On Sundays I get up earlier than most people, walk and feed the dogs, get some coffee, and buy stuff to make a big, usually unhealthy, breakfast. With Cavan gone and Charlie working as the assistant manager at the nightclub, I wondered if I would continue this tradition. Charlie sent me a text message around 6am to say he was on his way home. I want to make sure he gets enough sleep. When Cavan was still living with us he would generally get up around 10 and when Charlie wasn’t working so late, he’d be up maybe an hour after that. We’d all have biscuits and gravy or a sausage-egg-hash-brown-and-cheese casserole, orange juice, and coffee.
I did sleep in a bit today, though. I got up a little after eight and puttered around, cleaning out the fridge and having some tea rather than coffee. But then the caffeine headache started up so I decided to get some coffee anyway. When I got to the store all three male employees we have were working. For some reason, this puts people off. They like the girls to be working. When it was me, Annie, and Audrey working every Saturday morning together, people liked to say it was the All Star Team. I attribute our Saturday morning success to a shared attribute: anxiety. All three of us get nervous when it gets busy and we kick it in to high gear. We each could pound out drinks one after another and people were always thrilled not to have to wait too long, and to be greeted in a friendly manner, regardless of the fact that there was a line to the front door.
The guys operate with a slightly less-frenzied pace and are not always as pleasant as they could be to our regulars. They make fun of us for being too high-strung and moving too fast. But it’s not the kind of anxiety that makes me sick or that I bring home with me when I clock out. It’s temporary. Annie called it a Sense of Urgency and it was something she wanted all of us to exhibit. Except not all of us care to.
The store wasn’t too busy when I arrived but John was on the bar with about three drink orders and it looked like he was already starting to freak out. Mark was there, our newest employee; a sweet guy who’s sober as a judge but who you’d think was stoned out of his mind all the time. Matt was running back and forth between the register and the coffee maker. Apparently it wouldn’t stop brewing and had been pouring water for about fifteen minutes before I got there. I was patiently waiting for John to finish his orders so I could hop on an make myself something but Matt’s concern over the coffee machine concerned me. I checked the brew and two lights were on: the one to start a half brew and the one for a full pot. But the emergency stop button wasn’t lit up. I poured out as much of the brown water that was filling up the pot as I could then hit the half-brew button. The emergency stop light came on and I hit it. The machine stopped brewing. Matt was happy.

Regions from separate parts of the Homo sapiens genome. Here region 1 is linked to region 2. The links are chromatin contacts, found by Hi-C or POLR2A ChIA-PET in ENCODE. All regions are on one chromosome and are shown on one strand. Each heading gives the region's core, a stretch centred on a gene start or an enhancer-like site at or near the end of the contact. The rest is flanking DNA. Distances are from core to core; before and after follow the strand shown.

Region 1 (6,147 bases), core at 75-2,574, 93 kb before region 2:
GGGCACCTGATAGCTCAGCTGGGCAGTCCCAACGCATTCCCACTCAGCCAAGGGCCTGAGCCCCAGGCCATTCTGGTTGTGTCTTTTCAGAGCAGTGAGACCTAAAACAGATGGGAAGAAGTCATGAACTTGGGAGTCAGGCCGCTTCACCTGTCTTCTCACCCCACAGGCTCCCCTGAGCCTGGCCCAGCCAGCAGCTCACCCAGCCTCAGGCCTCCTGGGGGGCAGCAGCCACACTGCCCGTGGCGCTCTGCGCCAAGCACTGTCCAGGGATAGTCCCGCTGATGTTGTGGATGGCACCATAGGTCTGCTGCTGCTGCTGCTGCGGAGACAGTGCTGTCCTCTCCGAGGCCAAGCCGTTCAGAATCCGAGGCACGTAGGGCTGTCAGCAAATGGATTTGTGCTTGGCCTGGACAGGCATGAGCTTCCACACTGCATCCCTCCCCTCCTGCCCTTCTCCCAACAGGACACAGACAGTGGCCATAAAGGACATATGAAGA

I went back by the bar and John snapped “Do you need in here?” I said no, I wasn’t in a hurry or anything. Then two customers came up to me. One asked if I was coming in to work, and he seemed to be hoping more than just asking. The other asked if I was there to train the guys. I think a couple of them overheard this and I felt bad. I made myself a small coffee and just left.
I really wish the guys I worked with wouldn’t get so upset while they’re there. One of them takes every slight personally, one could care less if he was there, and the other just doesn’t seem to get it. And I wish people didn’t make them feel crappy for not being The Girls.
Mornings like this make me think perhaps I should work more often on Sundays. But I like having them off. It’s a good day to get caught up on homework and one of the only days of the week Charlie and I actually have off together, despite his needing to sleep. It makes me feel good to know people think I do my job really well, but it is just a coffeeshop. The regulars are spoiled. Most everyone that works there has been with us well over a year – some two or three – and we know their drinks. But only a couple of us have the drinks ready by the time the customers are finished paying. They want this to happen every day they come in. Sometimes it’s just impossible for any of us to do that, though, and people get really impatient. Even at their slowest, most of my coworkers are faster than the kids I worked with at Starbucks – and they use super-automatic machines with steam wands that automatically shut off at 160 degrees. There isn’t a whole lot of barista-ing involved in working at a Starbucks.
I think if this mild inconvenience – this extra 60 second wait – is the worst part of your day, you should step back and take stock in what’s important to you. Try and be a little nicer to the guys who aren’t as good at multi-tasking. If you feel the service isn’t that great, no one’s forcing you to tip.